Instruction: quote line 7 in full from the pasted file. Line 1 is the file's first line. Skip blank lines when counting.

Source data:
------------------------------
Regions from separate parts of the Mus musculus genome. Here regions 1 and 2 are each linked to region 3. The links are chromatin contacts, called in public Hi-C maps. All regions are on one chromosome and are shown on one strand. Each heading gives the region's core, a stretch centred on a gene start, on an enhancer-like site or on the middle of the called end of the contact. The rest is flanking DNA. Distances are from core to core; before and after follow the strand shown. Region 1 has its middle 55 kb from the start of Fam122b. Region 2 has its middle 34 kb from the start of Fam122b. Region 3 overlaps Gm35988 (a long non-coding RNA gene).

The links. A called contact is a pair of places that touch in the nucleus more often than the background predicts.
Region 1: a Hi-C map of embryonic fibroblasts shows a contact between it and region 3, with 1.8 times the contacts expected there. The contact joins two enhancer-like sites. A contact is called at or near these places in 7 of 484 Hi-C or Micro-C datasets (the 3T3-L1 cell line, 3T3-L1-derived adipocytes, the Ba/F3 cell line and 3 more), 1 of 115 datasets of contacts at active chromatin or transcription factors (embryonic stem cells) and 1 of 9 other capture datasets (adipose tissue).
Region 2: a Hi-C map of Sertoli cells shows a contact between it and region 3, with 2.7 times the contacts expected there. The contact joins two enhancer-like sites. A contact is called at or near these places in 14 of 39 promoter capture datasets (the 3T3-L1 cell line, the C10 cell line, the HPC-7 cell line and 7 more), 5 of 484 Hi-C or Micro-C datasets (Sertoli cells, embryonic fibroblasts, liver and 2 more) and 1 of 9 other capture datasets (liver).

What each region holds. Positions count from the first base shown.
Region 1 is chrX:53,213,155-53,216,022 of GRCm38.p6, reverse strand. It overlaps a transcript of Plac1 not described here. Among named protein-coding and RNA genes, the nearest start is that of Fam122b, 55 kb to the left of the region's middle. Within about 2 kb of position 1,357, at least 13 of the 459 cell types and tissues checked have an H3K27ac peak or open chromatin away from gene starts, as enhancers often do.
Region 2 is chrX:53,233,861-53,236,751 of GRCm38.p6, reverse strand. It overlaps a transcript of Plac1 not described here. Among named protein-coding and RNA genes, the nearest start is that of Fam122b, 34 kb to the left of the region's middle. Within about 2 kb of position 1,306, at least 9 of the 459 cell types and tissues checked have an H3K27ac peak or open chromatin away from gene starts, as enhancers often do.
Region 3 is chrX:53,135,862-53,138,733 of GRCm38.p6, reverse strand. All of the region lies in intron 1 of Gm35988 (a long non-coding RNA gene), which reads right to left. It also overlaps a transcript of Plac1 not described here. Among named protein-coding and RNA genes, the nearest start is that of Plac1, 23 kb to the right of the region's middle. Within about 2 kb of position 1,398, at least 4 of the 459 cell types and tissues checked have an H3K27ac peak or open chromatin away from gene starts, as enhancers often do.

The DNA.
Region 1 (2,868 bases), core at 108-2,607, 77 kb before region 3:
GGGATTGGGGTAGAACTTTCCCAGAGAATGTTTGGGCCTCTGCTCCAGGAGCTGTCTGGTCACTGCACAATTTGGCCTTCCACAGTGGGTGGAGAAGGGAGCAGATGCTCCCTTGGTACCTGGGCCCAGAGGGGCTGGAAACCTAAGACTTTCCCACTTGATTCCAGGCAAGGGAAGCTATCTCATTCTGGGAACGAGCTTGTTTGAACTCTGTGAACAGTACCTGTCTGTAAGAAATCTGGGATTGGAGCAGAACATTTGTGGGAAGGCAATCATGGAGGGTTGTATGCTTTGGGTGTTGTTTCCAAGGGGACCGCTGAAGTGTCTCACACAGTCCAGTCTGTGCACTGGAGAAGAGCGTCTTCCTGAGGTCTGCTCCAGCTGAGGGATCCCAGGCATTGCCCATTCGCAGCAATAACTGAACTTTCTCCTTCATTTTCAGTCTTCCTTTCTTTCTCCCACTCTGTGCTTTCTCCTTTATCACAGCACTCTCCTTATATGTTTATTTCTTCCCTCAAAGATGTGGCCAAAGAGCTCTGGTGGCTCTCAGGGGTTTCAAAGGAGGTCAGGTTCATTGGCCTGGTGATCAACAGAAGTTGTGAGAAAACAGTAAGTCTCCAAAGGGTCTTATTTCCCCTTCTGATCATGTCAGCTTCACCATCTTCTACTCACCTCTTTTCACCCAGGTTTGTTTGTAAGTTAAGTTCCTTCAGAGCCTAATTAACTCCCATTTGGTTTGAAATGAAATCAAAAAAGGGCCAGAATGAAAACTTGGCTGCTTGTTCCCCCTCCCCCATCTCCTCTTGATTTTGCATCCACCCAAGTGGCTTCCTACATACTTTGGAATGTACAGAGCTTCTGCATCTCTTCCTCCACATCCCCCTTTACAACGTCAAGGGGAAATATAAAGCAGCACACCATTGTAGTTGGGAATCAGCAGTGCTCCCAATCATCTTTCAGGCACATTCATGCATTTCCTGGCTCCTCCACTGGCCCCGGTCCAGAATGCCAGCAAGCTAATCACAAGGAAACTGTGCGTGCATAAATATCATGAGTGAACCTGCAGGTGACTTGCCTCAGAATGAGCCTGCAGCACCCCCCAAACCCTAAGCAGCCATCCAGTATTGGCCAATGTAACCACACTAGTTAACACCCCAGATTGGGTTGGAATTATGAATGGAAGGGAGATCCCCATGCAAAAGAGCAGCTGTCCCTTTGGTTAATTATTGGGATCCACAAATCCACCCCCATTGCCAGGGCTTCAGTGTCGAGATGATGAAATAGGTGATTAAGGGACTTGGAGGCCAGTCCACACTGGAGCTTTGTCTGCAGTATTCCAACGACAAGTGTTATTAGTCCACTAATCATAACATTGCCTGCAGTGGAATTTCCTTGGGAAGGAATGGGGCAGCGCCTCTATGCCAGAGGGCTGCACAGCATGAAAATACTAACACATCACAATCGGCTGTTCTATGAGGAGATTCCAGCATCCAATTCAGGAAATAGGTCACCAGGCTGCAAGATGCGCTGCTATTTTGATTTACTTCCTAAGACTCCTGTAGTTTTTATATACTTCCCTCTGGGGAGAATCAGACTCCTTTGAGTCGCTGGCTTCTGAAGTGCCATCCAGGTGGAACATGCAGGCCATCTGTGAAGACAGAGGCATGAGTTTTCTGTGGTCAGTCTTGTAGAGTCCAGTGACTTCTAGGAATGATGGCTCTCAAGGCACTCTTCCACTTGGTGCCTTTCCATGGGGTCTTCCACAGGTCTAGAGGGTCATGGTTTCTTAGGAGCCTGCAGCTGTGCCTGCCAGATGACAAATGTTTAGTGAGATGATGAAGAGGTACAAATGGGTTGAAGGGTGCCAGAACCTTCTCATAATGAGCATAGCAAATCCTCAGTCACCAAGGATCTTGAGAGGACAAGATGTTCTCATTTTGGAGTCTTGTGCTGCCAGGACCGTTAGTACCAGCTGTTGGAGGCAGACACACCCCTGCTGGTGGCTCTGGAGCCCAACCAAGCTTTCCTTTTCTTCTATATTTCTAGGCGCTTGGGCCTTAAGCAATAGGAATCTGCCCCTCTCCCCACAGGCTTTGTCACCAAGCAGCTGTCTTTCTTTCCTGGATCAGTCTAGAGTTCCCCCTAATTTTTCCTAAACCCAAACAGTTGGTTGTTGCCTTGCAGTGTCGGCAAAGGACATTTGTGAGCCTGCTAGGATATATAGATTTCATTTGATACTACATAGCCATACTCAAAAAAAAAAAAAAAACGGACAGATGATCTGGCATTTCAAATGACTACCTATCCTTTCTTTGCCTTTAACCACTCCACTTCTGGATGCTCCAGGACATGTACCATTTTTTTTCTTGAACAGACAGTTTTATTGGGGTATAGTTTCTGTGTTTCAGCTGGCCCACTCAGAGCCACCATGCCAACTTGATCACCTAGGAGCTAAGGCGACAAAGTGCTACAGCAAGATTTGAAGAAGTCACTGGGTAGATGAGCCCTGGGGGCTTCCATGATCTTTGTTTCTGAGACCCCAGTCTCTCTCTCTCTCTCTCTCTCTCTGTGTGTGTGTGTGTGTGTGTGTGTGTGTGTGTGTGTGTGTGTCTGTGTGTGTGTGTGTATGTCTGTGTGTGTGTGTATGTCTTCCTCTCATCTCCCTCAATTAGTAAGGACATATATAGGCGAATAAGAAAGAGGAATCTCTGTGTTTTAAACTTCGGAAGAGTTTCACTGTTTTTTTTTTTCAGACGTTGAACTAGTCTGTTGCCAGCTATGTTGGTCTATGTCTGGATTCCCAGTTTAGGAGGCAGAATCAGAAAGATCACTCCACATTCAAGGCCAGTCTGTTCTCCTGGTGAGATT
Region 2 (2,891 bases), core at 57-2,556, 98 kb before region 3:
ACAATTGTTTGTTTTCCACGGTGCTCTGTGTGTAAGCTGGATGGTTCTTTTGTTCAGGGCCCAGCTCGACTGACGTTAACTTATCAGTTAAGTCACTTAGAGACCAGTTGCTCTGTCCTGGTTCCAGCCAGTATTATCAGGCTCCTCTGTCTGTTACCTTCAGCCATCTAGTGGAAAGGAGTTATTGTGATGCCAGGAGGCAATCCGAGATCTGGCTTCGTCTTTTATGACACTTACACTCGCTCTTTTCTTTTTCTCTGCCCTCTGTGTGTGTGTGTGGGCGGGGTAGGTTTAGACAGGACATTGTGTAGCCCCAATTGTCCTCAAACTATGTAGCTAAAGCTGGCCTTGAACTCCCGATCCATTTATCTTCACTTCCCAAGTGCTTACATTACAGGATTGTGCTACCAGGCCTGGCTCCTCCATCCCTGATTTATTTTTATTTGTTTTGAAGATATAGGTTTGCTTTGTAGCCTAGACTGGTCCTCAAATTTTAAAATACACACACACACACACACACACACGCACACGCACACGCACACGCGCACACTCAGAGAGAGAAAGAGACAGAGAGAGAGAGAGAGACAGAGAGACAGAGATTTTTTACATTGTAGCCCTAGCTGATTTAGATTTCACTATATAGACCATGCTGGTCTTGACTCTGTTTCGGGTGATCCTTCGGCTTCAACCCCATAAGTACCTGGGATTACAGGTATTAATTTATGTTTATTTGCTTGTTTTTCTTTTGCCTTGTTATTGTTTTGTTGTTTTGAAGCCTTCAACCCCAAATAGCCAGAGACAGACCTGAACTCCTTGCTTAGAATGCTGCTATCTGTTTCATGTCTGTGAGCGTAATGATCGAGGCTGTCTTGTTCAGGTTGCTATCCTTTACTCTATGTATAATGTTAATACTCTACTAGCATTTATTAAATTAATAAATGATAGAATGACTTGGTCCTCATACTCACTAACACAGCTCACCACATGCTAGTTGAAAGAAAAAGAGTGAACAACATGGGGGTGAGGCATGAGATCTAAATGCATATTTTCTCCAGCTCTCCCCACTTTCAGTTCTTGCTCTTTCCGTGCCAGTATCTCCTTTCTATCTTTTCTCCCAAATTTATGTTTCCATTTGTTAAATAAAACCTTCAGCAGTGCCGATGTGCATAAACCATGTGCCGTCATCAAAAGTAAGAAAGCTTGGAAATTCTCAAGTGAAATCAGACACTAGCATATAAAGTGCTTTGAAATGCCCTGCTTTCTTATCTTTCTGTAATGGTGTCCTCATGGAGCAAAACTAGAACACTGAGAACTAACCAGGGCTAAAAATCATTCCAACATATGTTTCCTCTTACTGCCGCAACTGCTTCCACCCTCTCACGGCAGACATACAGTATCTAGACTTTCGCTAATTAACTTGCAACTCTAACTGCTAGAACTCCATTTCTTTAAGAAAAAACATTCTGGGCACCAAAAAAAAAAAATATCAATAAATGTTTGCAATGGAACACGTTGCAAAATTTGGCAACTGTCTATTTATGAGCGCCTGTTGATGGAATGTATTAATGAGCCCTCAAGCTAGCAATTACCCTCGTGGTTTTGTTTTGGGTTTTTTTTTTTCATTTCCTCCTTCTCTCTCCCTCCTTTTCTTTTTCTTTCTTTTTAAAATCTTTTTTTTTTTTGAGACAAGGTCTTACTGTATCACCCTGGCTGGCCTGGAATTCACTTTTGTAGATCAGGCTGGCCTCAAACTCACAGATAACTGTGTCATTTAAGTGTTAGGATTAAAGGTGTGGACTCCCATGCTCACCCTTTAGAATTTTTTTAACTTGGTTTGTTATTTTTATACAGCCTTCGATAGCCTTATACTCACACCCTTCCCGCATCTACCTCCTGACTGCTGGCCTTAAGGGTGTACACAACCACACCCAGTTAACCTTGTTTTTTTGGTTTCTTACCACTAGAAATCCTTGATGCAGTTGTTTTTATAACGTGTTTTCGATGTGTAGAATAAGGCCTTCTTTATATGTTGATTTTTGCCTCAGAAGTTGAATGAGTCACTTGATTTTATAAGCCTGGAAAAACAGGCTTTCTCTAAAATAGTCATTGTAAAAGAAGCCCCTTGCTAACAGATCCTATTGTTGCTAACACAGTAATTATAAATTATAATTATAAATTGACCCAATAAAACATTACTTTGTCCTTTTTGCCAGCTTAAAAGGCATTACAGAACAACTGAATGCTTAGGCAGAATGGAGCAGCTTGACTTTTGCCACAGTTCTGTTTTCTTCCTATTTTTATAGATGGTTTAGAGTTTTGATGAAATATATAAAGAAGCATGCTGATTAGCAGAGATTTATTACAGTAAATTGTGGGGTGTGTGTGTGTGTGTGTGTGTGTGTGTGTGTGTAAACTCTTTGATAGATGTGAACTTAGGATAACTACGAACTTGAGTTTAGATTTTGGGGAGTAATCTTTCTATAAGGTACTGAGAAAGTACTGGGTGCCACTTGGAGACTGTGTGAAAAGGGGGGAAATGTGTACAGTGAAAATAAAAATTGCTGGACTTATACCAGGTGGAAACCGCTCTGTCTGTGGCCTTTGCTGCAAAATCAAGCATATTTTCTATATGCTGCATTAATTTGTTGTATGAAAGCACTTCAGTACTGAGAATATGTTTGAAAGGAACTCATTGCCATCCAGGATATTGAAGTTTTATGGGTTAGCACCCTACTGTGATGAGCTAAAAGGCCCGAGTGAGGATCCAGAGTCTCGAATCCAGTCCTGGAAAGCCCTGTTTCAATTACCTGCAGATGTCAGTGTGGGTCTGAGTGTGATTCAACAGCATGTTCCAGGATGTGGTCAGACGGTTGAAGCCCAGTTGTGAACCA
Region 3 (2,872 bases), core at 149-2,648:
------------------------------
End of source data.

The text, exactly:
Region 2 is chrX:53,233,861-53,236,751 of GRCm38.p6, reverse strand. It overlaps a transcript of Plac1 not described here. Among named protein-coding and RNA genes, the nearest start is that of Fam122b, 34 kb to the left of the region's middle. Within about 2 kb of position 1,306, at least 9 of the 459 cell types and tissues checked have an H3K27ac peak or open chromatin away from gene starts, as enhancers often do.